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Dewey Publications Inc.
News and Case Alert
Issue #3-4
In this issue...
Dewey's Most Popular Case Summary New Releases
Testing the Reach of
MSPB Remedial Actions
The Distinction Between Modified Job Offers and Reasonable Accommodation
EEOC Requests "Public Comment on Plan for Retrospective Analysis of Significant Regulations"

Don't Miss Dewey's Most Popular Case Summary New Releases

All representatives and personnelists need these research tools on the MSPB and EEOC.


by Peter Broida and Natania Davis



The newest edition of Broida and Davis' MSPB Case Summaries is now available. This Guide provides summarized MSPB and Federal Circuit decisions from 1999 to the end of 2010. Case Summaries is a researcher's dream! Cases are arranged by subject matter areas of Board jurisprudence and further categorized alphabetically for ease of use. With the CD version, users can quickly locate relevant decisions, use the hyperlink to access the full text and cut and paste the summaries directly into your motions and briefs. (click for more info)



By Vitaro, Goodfriend & Gilbert



This extensive yet practical Update allows practitioners to stay current with most recent EEO case law, trends and developments from the EEOC and federal courts. As with the MSPB Case Summaries, users can quickly locate relevant decisions. In the digital version readers can use hyperlinks to access the full text and cut and paste the summaries directly into motions and briefs. (click for more info)


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    Guide to FLRA Law and Practice
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    Testing the Reach of
    MSPB Remedial Actions
    Vaughan v. Dept. of Agric., ___MSPR___¶¶ 13-14, 2011 MSPB 48 (2011)
    (Member Rose concurring and dissenting in part)

    The Board recently required an agency to inform third parties of corrections in an appellant's employment status where a subsequently invalidated action is referred to in documents other than the official personnel file.

    In his initial appeal, Vaughan alleged that the agency proposed his removal and lowered his performance rating in reprisal for his protected activity. The AJ agreed and ordered the agency to cancel its Notice of Proposed Removal purging all references to it from Vaughan's personnel records and to change his rating to "Superior."

    Before the Board, Vaughan complained that the agency violated the AJ's order where it failed to correct references to the proposed removal in a statement made to OPM in connection with Vaughan's disability retirement application and in statements made in its defense of Vaughan's EEO complaint. Noting that when the Board finds a personnel action unwarranted the agency must return appellant to the status quo ante, the Board reasoned "the Board's authority in this realm is broad and far-reaching and extends to areas over which the Board would otherwise lack jurisdiction....Limiting the Board's authority in this regard would only serve to perpetuate the illegal retaliation to which the appellant has been subjected." The Board directed the agency to inform OPM and EEOC that the action taken was set aside and why it was set aside:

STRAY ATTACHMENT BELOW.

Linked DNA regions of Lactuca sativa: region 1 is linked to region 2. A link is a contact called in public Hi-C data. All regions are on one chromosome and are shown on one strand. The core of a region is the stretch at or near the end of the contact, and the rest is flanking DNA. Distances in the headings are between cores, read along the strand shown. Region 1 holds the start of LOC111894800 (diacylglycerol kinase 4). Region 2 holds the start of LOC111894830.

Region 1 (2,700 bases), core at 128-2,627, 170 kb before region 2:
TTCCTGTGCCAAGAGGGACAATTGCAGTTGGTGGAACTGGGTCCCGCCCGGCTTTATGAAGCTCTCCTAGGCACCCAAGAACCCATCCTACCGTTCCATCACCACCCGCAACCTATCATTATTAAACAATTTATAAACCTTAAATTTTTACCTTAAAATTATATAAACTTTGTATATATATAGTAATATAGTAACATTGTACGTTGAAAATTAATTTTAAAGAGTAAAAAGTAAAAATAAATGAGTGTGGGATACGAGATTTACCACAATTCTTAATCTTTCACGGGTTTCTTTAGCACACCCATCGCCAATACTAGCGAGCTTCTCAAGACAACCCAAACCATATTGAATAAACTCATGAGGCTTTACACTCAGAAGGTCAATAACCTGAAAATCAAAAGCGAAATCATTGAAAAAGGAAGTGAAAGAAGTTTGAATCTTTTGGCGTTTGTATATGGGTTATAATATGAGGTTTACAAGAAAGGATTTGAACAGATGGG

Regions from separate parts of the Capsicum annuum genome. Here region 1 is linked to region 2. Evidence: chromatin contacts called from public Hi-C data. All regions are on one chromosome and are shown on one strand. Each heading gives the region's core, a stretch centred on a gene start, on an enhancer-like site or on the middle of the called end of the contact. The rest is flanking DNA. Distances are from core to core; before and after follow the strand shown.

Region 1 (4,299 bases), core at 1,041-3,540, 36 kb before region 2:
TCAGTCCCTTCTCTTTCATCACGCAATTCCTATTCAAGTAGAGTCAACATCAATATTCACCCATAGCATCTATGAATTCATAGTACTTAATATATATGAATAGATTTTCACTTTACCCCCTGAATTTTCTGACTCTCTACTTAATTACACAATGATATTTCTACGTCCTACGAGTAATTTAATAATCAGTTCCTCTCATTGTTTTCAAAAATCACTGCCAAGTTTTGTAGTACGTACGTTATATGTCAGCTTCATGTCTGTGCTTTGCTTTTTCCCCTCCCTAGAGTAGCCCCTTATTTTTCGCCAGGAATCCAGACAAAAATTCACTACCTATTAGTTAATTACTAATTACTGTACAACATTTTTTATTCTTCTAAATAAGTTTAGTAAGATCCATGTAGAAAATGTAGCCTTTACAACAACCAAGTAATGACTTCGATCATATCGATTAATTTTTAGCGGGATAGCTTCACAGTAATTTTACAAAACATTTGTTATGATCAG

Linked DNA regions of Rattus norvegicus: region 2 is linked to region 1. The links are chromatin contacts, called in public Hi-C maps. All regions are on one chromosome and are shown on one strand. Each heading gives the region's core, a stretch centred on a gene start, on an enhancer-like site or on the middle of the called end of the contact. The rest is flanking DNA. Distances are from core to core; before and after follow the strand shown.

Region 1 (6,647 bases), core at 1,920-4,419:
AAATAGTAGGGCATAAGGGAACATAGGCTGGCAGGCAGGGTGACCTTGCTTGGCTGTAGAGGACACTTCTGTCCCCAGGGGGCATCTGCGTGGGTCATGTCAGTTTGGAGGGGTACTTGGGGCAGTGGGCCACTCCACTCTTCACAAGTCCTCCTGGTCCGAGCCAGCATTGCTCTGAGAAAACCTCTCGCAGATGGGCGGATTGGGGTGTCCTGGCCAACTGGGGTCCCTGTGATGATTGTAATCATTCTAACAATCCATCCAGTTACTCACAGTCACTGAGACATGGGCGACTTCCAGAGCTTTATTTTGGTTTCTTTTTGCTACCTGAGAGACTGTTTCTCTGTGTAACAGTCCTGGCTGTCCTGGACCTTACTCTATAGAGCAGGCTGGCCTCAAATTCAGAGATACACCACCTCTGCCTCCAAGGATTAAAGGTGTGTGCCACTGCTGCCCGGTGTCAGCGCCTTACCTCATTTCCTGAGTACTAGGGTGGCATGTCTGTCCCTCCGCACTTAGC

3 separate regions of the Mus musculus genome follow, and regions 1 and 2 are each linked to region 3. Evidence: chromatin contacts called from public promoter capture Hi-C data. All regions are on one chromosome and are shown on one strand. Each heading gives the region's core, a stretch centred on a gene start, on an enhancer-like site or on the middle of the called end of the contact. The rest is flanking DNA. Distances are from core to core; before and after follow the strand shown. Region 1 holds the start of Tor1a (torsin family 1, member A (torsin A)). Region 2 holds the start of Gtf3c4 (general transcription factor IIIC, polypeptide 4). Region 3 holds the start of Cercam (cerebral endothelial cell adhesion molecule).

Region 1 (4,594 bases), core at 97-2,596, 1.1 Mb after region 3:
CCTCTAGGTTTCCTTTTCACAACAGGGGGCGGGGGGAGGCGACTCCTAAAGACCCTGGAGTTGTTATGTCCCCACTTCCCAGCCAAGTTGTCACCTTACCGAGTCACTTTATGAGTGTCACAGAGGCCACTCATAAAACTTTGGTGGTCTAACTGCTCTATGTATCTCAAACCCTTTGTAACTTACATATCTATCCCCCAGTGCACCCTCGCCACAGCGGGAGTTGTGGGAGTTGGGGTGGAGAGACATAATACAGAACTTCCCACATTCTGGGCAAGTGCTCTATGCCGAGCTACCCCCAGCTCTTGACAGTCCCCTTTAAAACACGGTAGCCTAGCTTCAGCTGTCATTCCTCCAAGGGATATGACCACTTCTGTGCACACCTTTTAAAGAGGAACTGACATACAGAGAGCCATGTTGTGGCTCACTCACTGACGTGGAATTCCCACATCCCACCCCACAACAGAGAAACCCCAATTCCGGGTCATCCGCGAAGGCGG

In the context of enforcement of a settlement agreement providing for rescission of an adverse action, the Board has held that in communications with third parties the agency was prohibited from disclosing the circumstances of the settled action. Allen v. Department of Veterans Affairs, 112 M.S.P.R. 659, ¶¶ 14-16 (2009); Torres v. Department of Homeland Security, 110 M.S.P.R. 482, ¶ 12 (2009). We recognize that the circumstances of this case differ in that, at the time of the supervisor's statement to OPM and the appellant's EEO complaint, the administrative judge had not yet issued the March 31, 2009 initial decision ordering the agency to cancel the proposed removal and eliminate all references to it from the appellant's personnel records. However, once the Board ordered cancellation of the proposed removal, status quo ante relief required that the agency's communications with third parties not disclose the cancelled matter. Furthermore, status quo ante relief required that the agency take appropriate steps to correct official communications to third parties that contained information about the appellant that was contrary to the Board's decision.

    Thus, in this case, we find that to afford the appellant meaningful status quo ante relief, the agency must inform OPM that the supervisor's statement previously provided regarding the appellant's disability retirement application erroneously referred to a proposed removal that was found retaliatory by the Merit Systems Protection Board. The agency must seek to have references to the proposed removal deleted from the supervisor's statement or have a statement clearly explaining the circumstances surrounding the incorrect information in the supervisor's statement appended to the appellant's disability retirement application. Similarly, to the extent documents referencing the proposed removal were filed with the Equal Employment Opportunity Commission (EEOC), the agency must inform the EEOC that the proposed removal was found retaliatory by the Merit Systems Protection Board. The agency must seek to have references to the proposed removal deleted from the EEOC's records or have a statement clearly explaining the circumstances surrounding the incorrect information appended to the Commission's records. Regarding EEO material maintained by the agency, such as a report of investigation or final agency decision, the agency must either delete references to the proposed removal or append a statement to the files clearly explaining that the proposed removal was found retaliatory by the Merit Systems Protection Board.